As Mike mentioned in the open thread, game action is starting a bit early this year. That’s because of the World Baseball Classic, an event which MLB officials attempt to hype, and about which the American public, from what I can gather, doesn’t care for the most part.
I understand MLB’s desire to see this tournament succeed. They think it can get people around the world hyped about baseball the same way they’re hyped about soccer and specifically the World Cup. While the WBC will never be the World Cup, it could be a successful tournament if it were run properly. Unfortunately, there are a few too many snags at this point for it to be feasible.
Most notable is the detriment it causes to MLB teams. Yes, the opening of the season might be delayed by a few days, but that won’t give the WBC players the time in camp they’re used to. Players don’t show up in mid-February just because. They show up to be around the team and to get in shape for the new season. The WBC represents practice for these players, but it’s not practice with their respective teams. Exactly how important that is I don’t know, but it has to be of some significance. This goes especially for catchers, who are tasked with learning an entire pitching staff in a month and a half.
Pitchers, though, seem to suffer the most harm from WBC participation. Just look back to 2006 and you can see what I’m talking about. A number of pitchers who participated in the WBC either befell injury or had horrible years. This is why I’m thankful that the Yankees aren’t sending any of their arms to the international tournament. They’re keeping them in camp where they can monitor their workload and ensure that they perform at peak ability for the 2009 team. That is, after all, what they’re paid for, and the entire reason why they were selected to the WBC in the first place.
Look at the starters for Team USA in 2006: Roger Clemens, Jake Peavy, Dontrelle Willis. Roger pulled his half-year thing with Houston that year, so we’ll set him aside. Dontrelle Willis had a superb 2005, and if not for Chris Carpenter would have won the NL Cy Young award. Yet in 2006 he faltered a bit. Yes, he pitched 223.1 innings and threw to a 3.87 ERA. That doesn’t sound bad on the surface, but his walks shot up from 55 in 236 innings in 2005 to 83 in 2006. That brought his WHIP up to the 1.4 range, making his ERA seem out of line with his actual output (true, true, his FIP was 4.31). This set the stage for his bed-crapping in 2007, and his injury-riddled 2008.
Jake Peavy has had exactly one bad year since 2003, and you’ll never believe what year it was. Yep, 2006. In the years 2004 through 2008 he had an ERA over 2.88 just once. His walks, hits allowed, and home runs allowed were far out of line with his career totals. Thankfully for him and the Padres, he rebounded with a Cy Young performance in 2007.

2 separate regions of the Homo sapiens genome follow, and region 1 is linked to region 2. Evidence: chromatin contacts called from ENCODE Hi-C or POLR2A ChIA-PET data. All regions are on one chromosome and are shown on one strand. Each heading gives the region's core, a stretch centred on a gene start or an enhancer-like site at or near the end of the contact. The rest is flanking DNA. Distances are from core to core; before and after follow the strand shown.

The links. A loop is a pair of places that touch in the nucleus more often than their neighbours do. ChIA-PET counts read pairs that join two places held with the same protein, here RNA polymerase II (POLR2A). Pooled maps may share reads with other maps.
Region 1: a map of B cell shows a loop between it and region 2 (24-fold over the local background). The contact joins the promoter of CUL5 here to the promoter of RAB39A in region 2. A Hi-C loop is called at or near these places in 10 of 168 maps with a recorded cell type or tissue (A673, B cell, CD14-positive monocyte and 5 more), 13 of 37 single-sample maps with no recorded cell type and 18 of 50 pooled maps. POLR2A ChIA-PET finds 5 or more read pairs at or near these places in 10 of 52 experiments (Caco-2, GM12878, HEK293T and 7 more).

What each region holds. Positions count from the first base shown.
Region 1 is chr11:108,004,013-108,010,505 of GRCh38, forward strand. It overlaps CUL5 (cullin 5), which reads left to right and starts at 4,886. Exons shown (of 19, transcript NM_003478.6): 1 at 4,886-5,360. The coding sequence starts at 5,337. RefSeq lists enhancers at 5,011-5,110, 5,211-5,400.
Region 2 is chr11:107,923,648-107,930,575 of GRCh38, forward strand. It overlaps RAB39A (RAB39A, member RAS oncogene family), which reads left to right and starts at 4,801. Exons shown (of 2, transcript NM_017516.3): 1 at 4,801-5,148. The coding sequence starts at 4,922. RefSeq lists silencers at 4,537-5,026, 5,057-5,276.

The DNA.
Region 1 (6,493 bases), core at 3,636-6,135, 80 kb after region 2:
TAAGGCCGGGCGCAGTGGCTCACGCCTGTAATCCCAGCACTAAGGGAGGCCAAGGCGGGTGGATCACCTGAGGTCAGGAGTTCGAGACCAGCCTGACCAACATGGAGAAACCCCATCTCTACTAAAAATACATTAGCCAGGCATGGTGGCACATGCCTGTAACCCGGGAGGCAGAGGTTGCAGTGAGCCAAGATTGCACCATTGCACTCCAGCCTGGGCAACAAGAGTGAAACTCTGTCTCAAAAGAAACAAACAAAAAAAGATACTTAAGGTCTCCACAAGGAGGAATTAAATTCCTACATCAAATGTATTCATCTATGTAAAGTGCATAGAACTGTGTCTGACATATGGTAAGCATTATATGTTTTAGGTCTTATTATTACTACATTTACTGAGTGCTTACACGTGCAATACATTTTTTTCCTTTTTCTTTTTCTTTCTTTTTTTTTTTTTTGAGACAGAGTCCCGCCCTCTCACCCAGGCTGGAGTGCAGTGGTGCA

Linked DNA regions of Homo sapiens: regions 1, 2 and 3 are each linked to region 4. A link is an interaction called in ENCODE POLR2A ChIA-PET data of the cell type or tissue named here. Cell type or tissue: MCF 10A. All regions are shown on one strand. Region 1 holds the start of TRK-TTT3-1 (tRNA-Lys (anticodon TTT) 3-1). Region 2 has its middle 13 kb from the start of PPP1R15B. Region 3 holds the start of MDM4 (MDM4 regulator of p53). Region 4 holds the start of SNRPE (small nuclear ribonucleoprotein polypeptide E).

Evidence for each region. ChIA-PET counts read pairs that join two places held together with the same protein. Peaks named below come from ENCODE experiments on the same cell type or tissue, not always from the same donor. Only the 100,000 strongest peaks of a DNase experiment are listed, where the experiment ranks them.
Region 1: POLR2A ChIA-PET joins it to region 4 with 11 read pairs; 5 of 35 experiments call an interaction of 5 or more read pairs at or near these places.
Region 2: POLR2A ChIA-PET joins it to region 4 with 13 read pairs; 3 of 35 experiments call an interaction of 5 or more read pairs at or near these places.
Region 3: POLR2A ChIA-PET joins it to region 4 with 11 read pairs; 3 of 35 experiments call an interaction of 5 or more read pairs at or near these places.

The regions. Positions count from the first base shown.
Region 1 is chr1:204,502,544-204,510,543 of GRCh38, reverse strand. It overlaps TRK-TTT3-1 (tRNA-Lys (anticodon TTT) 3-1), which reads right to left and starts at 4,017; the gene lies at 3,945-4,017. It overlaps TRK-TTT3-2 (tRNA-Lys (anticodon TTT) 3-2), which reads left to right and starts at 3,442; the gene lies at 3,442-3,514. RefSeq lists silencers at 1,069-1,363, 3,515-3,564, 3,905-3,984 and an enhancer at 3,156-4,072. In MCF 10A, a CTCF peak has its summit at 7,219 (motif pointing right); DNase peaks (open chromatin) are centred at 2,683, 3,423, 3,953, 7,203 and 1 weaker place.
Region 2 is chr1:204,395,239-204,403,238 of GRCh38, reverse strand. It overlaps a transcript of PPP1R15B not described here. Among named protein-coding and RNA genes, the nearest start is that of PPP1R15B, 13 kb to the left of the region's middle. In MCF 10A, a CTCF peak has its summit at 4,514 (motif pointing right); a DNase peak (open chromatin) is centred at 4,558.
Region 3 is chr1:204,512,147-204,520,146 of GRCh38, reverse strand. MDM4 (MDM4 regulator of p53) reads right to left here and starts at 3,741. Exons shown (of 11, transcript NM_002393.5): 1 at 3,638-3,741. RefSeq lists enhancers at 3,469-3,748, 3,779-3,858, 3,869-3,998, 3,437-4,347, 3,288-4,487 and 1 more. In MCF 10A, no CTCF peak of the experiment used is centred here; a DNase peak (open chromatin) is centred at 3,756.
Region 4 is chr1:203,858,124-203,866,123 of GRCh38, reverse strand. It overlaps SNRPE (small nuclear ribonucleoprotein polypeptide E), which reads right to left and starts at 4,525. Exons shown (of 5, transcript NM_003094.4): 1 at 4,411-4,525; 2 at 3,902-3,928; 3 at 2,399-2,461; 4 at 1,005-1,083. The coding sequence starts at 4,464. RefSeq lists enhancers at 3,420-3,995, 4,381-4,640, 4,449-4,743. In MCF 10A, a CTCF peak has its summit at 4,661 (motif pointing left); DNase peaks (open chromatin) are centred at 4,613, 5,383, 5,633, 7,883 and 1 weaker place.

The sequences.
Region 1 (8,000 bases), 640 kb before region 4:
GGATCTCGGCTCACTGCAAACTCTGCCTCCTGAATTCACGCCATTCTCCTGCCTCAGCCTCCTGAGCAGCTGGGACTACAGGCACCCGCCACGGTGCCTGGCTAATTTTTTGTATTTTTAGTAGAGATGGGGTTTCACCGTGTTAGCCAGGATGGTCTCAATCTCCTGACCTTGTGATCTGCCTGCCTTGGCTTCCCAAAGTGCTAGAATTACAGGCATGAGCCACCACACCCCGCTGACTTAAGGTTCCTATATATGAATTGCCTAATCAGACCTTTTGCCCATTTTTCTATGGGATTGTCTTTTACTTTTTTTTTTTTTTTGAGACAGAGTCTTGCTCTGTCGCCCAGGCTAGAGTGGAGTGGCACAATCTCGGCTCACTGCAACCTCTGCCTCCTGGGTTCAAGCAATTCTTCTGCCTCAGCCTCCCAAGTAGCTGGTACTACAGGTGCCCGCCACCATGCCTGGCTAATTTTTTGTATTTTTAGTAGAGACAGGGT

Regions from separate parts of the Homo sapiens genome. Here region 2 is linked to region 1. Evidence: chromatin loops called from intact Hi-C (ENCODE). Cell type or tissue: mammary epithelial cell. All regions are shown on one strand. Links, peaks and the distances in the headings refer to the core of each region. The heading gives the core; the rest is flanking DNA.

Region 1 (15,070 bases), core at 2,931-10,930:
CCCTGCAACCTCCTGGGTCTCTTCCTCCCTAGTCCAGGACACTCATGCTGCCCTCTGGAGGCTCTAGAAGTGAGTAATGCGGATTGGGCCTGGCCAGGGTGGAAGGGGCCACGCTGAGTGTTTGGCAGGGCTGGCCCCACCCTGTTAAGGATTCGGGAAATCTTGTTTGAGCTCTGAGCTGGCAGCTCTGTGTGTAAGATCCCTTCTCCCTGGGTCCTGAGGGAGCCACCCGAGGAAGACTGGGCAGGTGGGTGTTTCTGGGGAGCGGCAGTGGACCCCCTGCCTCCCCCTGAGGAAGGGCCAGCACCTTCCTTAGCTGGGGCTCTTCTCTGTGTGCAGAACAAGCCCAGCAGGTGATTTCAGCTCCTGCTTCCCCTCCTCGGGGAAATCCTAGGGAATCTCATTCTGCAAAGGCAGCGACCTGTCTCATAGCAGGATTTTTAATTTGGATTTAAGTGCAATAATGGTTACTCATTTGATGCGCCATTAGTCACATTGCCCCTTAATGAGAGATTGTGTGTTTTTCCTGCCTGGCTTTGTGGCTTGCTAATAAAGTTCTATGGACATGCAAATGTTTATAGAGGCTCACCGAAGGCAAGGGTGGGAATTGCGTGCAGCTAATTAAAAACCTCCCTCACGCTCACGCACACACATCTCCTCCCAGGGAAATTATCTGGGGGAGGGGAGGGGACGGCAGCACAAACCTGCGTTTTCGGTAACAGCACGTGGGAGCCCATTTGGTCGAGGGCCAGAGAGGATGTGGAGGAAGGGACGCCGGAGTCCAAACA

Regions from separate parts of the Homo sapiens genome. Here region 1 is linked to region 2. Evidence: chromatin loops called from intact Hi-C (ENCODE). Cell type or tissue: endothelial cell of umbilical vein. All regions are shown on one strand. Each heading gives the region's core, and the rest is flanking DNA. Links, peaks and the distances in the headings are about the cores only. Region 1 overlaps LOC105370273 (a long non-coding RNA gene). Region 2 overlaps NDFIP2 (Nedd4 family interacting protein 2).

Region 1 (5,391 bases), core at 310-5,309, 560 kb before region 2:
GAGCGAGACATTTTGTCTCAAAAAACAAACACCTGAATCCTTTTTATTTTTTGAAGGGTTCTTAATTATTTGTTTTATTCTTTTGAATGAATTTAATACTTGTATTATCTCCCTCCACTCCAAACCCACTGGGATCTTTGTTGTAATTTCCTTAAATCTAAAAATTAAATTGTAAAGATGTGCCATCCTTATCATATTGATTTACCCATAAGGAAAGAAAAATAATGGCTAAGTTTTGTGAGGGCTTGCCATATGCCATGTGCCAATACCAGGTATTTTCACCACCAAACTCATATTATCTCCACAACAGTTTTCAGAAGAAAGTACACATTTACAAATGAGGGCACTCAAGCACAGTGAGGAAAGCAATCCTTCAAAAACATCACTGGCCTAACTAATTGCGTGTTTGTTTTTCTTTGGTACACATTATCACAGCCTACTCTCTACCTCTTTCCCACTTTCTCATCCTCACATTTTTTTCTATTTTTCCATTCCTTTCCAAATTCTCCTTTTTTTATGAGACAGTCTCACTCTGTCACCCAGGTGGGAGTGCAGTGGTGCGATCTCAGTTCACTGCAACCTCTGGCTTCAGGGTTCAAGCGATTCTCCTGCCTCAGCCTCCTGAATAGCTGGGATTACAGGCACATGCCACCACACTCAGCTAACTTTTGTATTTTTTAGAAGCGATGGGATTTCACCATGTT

Not satisfied with a two-player sample? Bartolo Colon pitched 222.2 innings in 2005, (undeservingly) winning the Cy Young. After pitching for the Dominican Republic in 2006 managed just 56.1 innings in the majors, succumbing to injuries. He hasn’t crossed the 100-inning barrier since. Jae Seo threw 90.1 innings of 2.59 ERA ball for the Mets in 2005, but after participating in the WBC he managed a 4.56 ERA in 2006 split between the Dodgers and Rays. Joel Pineiro, while crappy in 2005, was even crappier in 2006.
Clearly, there were players who weren’t adversely affected by the tournament. Kelvim Escobar, coming off an injury in 2005, pitched 189.1 stellar innings after a WBC appearance in 2006. Erik Bedard lowered his ERA by a quarter point and pitched 50 more innings after a WBC stint. Yet, despite these improvements, the trend tends to be that if you pitch in the WBC, you’ll see diminished returns during that season.
I’m glad, then, that the Yankees’ pitchers are staying in camp and working like a normal Spring Training. Like the Hall of Fame, I don’t get much enjoyment out of the WBC. It seems like a marketing ploy by MLB. Get the best players in the world together every three years and drum up worldwide interest in the sport. Unfortunately, I don’t think that’s the end they will achieve. It looks like the timing of the tournament might have a generally detrimental effect on pitchers, which doesn’t bode well for the games that actually count. Clearly, we’ll need a larger sample to make any definitive conclusions, but considering the results from 2006, I couldn’t be happier that the Yankees’ pitchers will go through the spring supervised by team personnel.